A team of researchers from the university of Boston has reported their results to the New England Journal of Medicine. A new clinical trial has successfully tested an artificial pancreas.
This test involved using a device implanted in type I diabetes patients that recieved both insulin and Glucagon (a hormone that elevates the blood sugar levels). To their delight, the device passed their expectations for its ability to automatically regulate the blood sugar levels (preventing the 'sugar dump') while also adjusting for both adults and teens, who require a larger amount of insulin.
"There is no treatment today capable of giving the results we've seen." says Dr. Edward Damiano of University of Boston's Bio-Medical school of Engineering, and head researcher.
Protecting diabetes patients during the night
Ed has a personal stake in this. His 15 year old son, David, has type 1 diabetes, and often has blood sugar drops in the middle of the night, while sleeping, which can be deadly. This is why he and a colleague developed the 'bionic pancreas'. The device uses a sensor, an iPhone app and a special pump to deliver one of two materials: Insulin, to lower the blood sugar levels, and glucagon, which raises it. The pump, according to Damiano, works 24/7. "This is a relentless device, it doesn't take a vacation, it never goes to sleep." He adds.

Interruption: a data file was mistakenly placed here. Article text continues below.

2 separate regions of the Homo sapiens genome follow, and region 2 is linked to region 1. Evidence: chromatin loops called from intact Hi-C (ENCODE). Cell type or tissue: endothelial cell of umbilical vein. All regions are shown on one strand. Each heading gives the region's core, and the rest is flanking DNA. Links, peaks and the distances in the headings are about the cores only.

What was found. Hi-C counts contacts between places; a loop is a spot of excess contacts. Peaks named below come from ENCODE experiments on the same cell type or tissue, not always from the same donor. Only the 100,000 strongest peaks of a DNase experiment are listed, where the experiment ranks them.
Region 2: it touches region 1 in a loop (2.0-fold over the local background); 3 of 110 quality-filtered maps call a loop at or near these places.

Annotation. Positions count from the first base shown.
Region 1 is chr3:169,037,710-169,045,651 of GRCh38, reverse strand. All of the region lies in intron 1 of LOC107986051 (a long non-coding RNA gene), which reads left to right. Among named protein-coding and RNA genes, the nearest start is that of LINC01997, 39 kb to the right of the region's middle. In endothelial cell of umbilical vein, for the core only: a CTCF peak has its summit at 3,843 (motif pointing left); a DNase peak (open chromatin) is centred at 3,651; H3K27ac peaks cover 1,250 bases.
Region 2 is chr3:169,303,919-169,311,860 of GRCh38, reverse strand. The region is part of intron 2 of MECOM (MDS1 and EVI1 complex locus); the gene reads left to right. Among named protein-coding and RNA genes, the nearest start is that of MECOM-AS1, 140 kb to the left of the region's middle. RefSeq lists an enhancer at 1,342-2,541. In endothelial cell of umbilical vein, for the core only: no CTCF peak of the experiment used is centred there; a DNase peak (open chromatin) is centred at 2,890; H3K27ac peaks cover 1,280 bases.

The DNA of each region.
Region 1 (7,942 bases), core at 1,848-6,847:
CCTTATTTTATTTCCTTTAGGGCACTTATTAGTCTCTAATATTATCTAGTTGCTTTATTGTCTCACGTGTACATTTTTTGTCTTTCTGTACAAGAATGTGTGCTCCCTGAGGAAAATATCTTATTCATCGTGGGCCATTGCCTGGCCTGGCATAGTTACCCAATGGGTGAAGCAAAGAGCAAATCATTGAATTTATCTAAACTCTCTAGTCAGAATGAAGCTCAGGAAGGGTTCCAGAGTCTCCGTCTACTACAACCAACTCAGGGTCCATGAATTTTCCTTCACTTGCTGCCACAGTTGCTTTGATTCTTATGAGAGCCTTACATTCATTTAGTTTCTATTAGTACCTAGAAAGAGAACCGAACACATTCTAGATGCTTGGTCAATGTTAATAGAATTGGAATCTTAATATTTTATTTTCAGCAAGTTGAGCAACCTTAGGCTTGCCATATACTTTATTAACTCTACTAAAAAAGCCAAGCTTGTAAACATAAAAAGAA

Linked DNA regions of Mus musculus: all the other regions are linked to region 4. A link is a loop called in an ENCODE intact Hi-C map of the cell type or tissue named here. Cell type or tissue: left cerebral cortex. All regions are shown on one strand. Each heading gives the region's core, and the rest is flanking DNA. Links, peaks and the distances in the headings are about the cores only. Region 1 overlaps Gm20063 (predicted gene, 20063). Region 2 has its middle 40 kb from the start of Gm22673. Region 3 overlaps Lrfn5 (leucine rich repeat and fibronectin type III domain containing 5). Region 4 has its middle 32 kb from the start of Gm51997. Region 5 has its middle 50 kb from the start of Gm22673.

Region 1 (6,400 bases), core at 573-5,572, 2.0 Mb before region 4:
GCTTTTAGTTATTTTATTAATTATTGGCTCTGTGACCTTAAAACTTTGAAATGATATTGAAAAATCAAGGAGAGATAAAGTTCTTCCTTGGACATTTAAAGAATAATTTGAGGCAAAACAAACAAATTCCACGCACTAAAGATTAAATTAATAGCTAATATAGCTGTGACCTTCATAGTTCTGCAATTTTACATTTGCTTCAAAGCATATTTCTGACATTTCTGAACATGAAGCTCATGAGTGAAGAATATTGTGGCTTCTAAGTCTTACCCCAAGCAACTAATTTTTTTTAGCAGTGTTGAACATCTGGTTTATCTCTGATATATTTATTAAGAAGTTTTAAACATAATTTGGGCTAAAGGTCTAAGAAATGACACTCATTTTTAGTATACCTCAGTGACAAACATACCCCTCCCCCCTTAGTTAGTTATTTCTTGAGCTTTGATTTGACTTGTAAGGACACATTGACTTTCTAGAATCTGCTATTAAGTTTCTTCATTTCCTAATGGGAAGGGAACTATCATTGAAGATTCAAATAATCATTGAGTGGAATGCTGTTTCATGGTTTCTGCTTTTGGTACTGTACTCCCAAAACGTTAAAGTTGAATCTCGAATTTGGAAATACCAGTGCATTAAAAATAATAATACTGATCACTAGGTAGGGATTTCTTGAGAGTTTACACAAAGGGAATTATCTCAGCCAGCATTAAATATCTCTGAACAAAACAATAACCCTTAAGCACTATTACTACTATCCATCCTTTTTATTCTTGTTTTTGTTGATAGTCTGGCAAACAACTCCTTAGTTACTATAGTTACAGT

Watch a video about the creation of the Bionic Pancreas
Ariana Koster has had type 1 diabetes since she was 11, and she is now getting outfitted for a bionic pancreas for the next phase of testing. "Just not having to worry about diabetes during the night is going to feel wonderful." She says.
Phase two of the test began yesterday and will take a year to complete. If all goes well, the device will be available to the public within 4 years. As for type II diabetes, the researchers believe it's definitely possible that it will help them as well, something they hope to look at during this year of testing.
The bionic pancreas is made of three parts: two punps, about cellphone size, that pump insulin and glucagon by need, and an iPhone wired to continuously monitor glucose levels. The components can be kept in a pocket or a fanny pack, and connect with three little needles that go under the skin, usually in the area of the belly.
The main advantage of the device, say the researchers, is its ability to free the patient from worrying about their disease all the time, and especially going to sleep without knowing if their blood sugar levels will drop to dangerous lows during the night.